And it has nothing to do with choice. It’s interesting how children don’t have the choice to go to school or smoke for example but when you question religion’s role in their lives, it suddenly becomes a matter of their choice - as if they really had any.

As Mansoor Hekmat, the late Iranian Marxist has said:

The child has no religion, tradition and prejudices. She has not joined any religious sect. She is a new human being who, by accident and irrespective of her will has been born into a family with specific religion, tradition, and prejudices.

It is indeed the task of society to neutralise the negative effects of this blind lottery. Society is duty-bound to provide fair and equal living conditions for children, their growth and development, and their active participation in social life. Anybody who should try to block the normal social life of a child, exactly like those who would want to physically violate a child according to their own culture, religion, or personal or collective complexes, should be confronted with the firm barrier of the law and the serious reaction of society.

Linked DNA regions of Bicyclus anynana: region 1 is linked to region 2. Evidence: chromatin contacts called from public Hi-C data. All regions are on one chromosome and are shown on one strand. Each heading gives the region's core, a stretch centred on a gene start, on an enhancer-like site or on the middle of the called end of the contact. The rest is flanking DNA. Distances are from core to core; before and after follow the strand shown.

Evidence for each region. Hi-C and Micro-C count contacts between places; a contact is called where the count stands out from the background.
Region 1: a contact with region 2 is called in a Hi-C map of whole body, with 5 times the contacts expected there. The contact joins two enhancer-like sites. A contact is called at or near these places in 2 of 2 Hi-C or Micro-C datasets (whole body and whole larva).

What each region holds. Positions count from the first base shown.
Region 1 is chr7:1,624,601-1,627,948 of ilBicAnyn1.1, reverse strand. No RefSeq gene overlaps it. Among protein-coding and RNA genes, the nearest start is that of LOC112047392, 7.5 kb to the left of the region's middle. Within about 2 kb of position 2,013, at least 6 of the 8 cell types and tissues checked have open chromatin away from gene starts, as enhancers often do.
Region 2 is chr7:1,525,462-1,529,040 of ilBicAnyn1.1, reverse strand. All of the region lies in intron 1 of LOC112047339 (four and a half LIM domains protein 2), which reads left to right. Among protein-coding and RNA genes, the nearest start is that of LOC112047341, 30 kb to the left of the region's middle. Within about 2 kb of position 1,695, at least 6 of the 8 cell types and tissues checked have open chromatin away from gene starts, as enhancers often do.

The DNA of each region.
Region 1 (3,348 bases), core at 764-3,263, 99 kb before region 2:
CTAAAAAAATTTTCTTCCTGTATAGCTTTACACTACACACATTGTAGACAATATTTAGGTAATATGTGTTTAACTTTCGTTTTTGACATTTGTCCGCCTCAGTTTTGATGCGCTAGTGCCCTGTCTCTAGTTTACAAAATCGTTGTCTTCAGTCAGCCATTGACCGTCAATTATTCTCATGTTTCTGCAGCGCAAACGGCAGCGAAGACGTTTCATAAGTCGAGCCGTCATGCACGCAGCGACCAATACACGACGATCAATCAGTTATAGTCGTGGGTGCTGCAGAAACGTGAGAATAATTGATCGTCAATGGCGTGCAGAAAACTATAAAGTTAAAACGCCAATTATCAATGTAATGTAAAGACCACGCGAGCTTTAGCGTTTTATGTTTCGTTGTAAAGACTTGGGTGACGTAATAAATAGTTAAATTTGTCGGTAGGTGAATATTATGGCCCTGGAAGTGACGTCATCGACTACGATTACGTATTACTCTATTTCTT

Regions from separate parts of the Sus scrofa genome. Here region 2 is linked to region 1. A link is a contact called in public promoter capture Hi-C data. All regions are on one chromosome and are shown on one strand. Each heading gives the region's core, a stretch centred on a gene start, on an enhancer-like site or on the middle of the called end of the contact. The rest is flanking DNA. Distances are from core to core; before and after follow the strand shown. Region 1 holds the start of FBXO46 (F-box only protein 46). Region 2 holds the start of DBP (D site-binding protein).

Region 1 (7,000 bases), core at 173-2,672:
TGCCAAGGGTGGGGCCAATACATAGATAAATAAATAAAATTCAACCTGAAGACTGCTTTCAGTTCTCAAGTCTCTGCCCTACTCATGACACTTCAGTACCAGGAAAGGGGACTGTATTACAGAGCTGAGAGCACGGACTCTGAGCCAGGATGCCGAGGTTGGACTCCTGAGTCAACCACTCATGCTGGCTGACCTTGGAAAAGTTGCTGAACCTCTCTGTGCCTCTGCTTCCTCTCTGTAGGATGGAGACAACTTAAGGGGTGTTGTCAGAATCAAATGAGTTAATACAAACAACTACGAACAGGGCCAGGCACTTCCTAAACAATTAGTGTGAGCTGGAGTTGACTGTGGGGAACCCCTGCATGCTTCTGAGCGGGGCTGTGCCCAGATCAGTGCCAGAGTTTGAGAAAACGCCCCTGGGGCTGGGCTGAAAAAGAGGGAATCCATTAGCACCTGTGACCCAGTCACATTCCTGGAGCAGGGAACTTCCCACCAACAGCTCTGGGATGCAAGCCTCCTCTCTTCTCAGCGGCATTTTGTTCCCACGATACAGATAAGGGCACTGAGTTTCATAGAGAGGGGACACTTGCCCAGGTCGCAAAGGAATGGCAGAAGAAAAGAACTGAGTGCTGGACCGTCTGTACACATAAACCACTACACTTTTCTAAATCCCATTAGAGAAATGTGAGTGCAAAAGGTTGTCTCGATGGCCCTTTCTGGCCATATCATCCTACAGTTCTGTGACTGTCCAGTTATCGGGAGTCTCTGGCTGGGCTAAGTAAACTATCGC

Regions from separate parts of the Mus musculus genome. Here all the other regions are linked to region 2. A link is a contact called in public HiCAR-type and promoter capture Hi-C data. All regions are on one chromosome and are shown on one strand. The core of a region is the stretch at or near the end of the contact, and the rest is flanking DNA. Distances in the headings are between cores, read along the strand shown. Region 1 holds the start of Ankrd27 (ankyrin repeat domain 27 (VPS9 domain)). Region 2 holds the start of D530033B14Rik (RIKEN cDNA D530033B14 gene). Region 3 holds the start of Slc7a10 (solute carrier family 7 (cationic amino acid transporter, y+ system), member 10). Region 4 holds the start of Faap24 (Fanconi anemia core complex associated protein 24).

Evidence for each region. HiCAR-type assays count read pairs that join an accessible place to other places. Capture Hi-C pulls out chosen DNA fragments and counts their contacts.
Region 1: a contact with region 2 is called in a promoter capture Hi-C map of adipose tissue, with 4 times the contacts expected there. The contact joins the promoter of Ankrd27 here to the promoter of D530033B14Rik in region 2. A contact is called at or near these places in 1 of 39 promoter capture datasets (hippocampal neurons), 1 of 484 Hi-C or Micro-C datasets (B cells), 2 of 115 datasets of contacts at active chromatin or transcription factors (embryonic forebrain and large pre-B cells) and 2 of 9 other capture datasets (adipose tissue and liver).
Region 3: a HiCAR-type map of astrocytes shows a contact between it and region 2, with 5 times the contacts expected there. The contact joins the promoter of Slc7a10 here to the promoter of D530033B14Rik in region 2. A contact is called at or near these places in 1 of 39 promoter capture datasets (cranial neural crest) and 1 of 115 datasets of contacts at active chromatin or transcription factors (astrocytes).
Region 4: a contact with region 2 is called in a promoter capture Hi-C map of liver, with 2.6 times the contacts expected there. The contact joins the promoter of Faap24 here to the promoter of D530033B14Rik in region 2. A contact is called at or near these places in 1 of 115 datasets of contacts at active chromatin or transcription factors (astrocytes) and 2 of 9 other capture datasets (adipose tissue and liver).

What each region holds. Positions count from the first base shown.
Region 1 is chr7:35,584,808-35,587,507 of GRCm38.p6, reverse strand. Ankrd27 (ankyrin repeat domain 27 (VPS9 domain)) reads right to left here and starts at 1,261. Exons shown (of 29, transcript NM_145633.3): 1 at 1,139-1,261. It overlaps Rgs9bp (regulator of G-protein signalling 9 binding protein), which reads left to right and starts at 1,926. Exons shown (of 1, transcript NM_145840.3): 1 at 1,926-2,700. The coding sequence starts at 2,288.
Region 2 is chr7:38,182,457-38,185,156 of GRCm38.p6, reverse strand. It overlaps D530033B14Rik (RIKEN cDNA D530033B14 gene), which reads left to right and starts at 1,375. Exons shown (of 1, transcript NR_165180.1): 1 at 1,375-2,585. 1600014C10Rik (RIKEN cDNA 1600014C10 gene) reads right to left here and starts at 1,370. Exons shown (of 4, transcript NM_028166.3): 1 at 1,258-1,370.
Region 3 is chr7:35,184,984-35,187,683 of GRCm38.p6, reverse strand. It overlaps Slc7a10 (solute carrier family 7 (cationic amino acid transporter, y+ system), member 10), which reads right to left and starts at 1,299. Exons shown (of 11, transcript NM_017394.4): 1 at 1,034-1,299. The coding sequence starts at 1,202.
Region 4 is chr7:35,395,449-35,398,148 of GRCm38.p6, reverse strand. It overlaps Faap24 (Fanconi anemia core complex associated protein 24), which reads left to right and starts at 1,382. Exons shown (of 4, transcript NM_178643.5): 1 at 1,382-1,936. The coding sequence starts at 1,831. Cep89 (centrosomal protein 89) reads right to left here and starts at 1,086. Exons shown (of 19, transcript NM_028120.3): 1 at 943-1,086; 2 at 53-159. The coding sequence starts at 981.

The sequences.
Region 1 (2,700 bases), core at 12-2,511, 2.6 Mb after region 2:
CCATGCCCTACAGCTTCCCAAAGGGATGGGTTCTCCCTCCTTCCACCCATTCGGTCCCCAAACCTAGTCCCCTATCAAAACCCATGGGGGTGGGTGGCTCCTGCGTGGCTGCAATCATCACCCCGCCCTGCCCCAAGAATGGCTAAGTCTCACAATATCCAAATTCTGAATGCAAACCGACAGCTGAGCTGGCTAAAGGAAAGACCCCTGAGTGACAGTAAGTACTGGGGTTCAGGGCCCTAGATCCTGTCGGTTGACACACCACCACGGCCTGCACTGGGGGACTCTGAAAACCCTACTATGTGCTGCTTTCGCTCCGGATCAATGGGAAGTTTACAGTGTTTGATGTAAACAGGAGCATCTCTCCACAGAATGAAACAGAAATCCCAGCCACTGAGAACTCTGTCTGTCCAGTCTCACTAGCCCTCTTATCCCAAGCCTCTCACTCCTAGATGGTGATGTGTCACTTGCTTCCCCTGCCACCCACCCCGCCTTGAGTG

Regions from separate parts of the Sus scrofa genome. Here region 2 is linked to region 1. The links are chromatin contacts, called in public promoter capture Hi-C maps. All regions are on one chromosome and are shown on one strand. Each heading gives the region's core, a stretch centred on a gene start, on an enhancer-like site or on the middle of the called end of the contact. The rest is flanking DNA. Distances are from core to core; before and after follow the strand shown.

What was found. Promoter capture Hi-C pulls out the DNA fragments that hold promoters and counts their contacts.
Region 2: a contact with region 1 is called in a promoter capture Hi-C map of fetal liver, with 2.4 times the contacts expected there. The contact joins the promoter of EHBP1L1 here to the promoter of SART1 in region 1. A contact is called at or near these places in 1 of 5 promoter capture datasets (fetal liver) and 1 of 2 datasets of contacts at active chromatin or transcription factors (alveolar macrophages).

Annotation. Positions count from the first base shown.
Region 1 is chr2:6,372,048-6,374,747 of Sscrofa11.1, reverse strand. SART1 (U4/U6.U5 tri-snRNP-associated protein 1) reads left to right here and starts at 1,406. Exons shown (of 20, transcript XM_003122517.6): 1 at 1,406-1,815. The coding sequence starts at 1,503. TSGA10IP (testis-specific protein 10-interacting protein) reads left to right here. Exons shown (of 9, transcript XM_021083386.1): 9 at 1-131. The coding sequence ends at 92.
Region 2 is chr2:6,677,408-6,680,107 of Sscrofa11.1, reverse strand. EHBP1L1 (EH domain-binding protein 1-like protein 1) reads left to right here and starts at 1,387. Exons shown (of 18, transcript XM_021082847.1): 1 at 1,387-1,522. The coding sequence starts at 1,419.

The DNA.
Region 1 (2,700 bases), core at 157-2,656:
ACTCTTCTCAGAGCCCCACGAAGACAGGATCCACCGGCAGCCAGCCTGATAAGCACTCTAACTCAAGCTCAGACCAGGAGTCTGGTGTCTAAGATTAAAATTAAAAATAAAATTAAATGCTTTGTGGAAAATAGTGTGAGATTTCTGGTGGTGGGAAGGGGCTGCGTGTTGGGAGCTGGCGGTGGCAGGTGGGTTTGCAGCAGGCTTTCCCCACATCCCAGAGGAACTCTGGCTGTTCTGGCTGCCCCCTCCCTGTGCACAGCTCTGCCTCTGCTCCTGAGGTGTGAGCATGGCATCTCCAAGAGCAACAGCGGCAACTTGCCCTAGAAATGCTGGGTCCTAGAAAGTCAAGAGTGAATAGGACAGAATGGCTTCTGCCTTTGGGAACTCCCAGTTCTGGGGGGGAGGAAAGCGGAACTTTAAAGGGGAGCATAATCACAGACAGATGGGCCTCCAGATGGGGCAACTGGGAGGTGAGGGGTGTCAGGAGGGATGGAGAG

No nine year old girl chooses to be married, sexually mutilated, serve as house maid and cook for the male members of the family, and be deprived of exercise, education, and play. The child grows up in the family and in society according to established customs, traditions, and regulations, and automatically learns to accept these ideas and customs as the norms of life.

To speak of the choice of the Islamic veil by the child herself is a ridiculous joke. Anyone who presents the mechanism of the veiling of a kindergarten-age girl as her own 'democratic choice' either comes from outer space, or is a hypocrite who does not deserve to participate in the discussion about children's rights and the fight against discrimination.’ (http://www.marxists.org/archive/hekmat-mansoor/1997/06/child...)